Sunday, August 9, 2015

Pause A Tron Knick`T

Positronic brain

From Wikipedia, the free encyclopedia
positronic brain is a fictional technological device, originally conceived by science fiction writer Isaac Asimov (1920–1992).[1][2] It functions as a central processing unit (CPU) for androids, and, in some unspecified way, provides them with a form of consciousness recognizable to humans. When Asimov wrote his first robot stories in 1939 and 1940, thepositron was a newly discovered particle, and so the buzz word positronic added a contemporary gloss of popular science to the concept.

Conceptual overview[edit]

Asimov remained vague about the technical details of positronic brains except to assert that their substructure was formed from an alloy of platinum and iridium. They were said to be vulnerable to radiation and apparently involve a type of volatile memory (since robots in storage required a power source keeping their brains "alive"). The focus of Asimov's stories was directed more towards the software of robots — such as the Three Laws of Robotics — than the hardware in which it was implemented, although it is stated in his stories that to create a positronic brain without the Three Laws, it would have been necessary to spend years redesigning the brain itself.
Within his stories of robotics on Earth and their development by U.S. Robots, Asimov's positronic brain is less of a plot device and more of a technological item worthy of study.
A positronic brain cannot ordinarily be built without incorporating the Three Laws; any modification thereof would drastically modify robot behavior. Behavioral dilemmas resulting from conflicting potentials set by inexperienced and/or malicious users of the robot for the Three Laws make up the bulk of Asimov's stories concerning robots. They are resolved by applying the science of logic and psychology together with mathematics, the supreme solution finder being Dr. Susan Calvin, Chief Robopsychologist of U.S. Robots.
The Three Laws are also a bottleneck in brain sophistication. Very complex brains designed to handle world economy interpret the First Law in expanded sense to include humanity as opposed to a single human; in Asimov's later works like Robots and Empire this is referred to as the "Zeroth Law". At least one brain constructed as a calculatingmachine, as opposed to being a robot control circuit, was designed to have a flexible, childlike personality so that it was able to pursue difficult problems without the Three Laws inhibiting it completely. Specialized brains created for overseeing world economics were stated to have no personality at all.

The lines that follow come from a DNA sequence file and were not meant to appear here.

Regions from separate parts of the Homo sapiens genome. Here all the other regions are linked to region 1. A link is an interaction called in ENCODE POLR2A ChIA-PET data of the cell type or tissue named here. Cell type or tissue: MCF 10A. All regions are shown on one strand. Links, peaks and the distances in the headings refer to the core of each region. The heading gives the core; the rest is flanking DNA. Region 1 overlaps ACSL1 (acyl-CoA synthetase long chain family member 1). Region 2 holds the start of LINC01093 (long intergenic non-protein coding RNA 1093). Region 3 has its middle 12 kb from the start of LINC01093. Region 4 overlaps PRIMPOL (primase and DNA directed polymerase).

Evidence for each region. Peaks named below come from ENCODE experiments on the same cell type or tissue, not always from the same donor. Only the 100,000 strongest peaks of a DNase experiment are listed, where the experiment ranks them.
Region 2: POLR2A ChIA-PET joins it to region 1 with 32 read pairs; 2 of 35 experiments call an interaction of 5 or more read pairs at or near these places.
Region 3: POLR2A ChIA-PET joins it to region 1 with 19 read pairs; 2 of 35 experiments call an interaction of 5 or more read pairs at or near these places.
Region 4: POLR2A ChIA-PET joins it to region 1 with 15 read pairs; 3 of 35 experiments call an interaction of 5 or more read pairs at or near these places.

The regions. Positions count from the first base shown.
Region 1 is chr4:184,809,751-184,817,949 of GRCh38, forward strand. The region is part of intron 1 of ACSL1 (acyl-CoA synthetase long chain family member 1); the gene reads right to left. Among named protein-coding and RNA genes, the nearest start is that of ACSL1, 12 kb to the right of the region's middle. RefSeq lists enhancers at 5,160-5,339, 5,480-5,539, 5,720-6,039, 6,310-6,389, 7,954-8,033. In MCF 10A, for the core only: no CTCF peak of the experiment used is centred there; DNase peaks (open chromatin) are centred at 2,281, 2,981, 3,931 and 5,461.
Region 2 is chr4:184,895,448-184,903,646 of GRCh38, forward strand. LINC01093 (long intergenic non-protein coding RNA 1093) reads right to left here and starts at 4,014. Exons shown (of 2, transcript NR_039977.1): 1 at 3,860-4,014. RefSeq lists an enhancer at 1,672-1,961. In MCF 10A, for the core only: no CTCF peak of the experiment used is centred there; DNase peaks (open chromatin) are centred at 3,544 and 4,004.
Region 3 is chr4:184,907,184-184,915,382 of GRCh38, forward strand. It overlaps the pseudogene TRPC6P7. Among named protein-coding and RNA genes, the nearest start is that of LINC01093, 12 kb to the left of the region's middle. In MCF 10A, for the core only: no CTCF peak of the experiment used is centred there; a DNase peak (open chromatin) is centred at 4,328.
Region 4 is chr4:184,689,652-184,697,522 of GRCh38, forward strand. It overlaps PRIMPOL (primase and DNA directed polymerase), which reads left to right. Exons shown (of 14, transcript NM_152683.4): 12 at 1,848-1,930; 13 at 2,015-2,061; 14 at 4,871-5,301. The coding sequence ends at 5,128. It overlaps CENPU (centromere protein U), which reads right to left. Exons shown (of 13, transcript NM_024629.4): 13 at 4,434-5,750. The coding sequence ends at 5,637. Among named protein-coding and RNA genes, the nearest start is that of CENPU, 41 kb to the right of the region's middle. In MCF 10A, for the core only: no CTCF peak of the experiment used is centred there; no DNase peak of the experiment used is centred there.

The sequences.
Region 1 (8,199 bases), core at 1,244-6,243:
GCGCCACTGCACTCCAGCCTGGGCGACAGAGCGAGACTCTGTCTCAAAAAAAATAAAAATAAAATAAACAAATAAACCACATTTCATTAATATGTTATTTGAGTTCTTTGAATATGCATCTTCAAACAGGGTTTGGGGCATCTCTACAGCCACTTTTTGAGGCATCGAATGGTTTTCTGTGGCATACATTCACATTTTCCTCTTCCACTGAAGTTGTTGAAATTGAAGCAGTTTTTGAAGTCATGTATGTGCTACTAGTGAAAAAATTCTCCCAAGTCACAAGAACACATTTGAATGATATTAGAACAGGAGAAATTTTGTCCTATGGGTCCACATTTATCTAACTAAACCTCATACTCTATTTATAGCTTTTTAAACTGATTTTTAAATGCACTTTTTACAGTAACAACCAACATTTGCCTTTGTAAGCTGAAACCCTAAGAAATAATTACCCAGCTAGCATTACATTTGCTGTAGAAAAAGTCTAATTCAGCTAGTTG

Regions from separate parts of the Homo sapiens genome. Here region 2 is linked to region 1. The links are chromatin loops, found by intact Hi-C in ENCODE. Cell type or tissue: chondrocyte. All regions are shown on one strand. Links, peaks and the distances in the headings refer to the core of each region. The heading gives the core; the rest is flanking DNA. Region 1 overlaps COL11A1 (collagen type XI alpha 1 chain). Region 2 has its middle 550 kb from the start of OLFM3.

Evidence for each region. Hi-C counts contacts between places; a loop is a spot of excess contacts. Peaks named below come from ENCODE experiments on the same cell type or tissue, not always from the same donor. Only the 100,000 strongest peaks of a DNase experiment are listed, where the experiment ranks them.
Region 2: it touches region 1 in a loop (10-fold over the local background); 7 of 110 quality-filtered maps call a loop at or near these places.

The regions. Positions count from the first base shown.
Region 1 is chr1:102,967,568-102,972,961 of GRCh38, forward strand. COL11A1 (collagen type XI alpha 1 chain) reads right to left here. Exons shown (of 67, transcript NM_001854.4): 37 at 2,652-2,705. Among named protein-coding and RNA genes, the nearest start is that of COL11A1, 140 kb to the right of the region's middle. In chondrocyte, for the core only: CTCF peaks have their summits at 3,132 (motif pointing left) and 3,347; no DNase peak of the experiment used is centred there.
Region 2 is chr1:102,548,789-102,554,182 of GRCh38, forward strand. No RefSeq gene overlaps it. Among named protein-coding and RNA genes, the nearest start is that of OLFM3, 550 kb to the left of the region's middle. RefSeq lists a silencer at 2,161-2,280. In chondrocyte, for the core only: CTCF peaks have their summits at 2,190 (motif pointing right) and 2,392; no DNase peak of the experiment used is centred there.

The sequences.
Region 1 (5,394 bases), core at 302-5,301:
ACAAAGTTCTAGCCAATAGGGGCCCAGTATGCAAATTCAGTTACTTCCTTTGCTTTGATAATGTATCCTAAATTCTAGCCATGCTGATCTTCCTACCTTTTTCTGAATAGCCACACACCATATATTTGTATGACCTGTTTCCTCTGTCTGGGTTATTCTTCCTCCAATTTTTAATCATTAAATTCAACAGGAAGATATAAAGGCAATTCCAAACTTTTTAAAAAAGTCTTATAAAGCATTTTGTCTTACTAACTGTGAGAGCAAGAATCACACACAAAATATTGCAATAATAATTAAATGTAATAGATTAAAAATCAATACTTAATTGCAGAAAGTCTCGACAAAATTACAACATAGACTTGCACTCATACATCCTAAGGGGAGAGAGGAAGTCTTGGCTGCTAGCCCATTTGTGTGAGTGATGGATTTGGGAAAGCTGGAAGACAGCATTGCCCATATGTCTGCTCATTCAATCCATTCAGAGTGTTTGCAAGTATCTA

Under specific conditions, the Three Laws can be obviated, with the modification of the actual robotic design.
  • Robots which are of low enough value can have the Third Law deleted; they do not have to protect themselves from harm, and the brain size can be reduced by half.
  • Robots that do not require orders from a human being may have the Second Law deleted, and therefore require smaller brains again, providing they do not require the Third Law.
  • Robots that are disposable, cannot receive orders from a human being and are not able to harm a human, will not require even the First Law. The sophistication of positronic circuitry renders a brain so small that it could comfortably fit within the skull of an insect.
Robots of the aforementioned last type directly parallel contemporary industrial robotics practice, though real-life robots do contain safety sensors and systems, in a concern for human safety (a weak form of the First Law; the robot is a safe tool to use, but has no "judgment", which is implicit in Asimov's own stories).

In Allen's trilogy[edit]

Several robot stories have been written by other authors following Asimov's death. For example, in Roger MacBride Allen's Caliban trilogy, a Spacer roboticist called Gubber Anshaw invents the gravitonic brain. It offers speed and capacity improvements over traditional positronic designs, but the strong influence of tradition make robotics labs reject Anshaw's work. Only one roboticist, Fredda Leving, chooses to adopt gravitonics, because it offers her a blank slate on which she could explore alternatives to the Three Laws. Because they are not dependent upon centuries of earlier research, gravitonic brains can be programmed with the standard Laws, variations of the Laws, or even empty pathways which specify no Laws at all.

References in other fiction and films[edit]

The Time Machine 2002 Film[edit]

In the 2002 film remake of The Time Machine by H. G. Wells, Dr. Alexander Hartdegen builds a time machine in order to save his girlfriend, Emma, after she is killed by a mugger, then by a horse and buggy. He travels forward from 1899 to 2030 to see if it is possible to save her (and to see if anyone else had built a time machine), and encounters a holographic computer librarian, Vox 114, who remarks that he has a positronic brain for storing knowledge, and after scanning all of his databanks, that time travel is fundamentally impossible. Ultimately, Dr. Hartdegen travels forward to the year 802,701 and finds Vox 114 still functioning after all that time.

The Avengers[edit]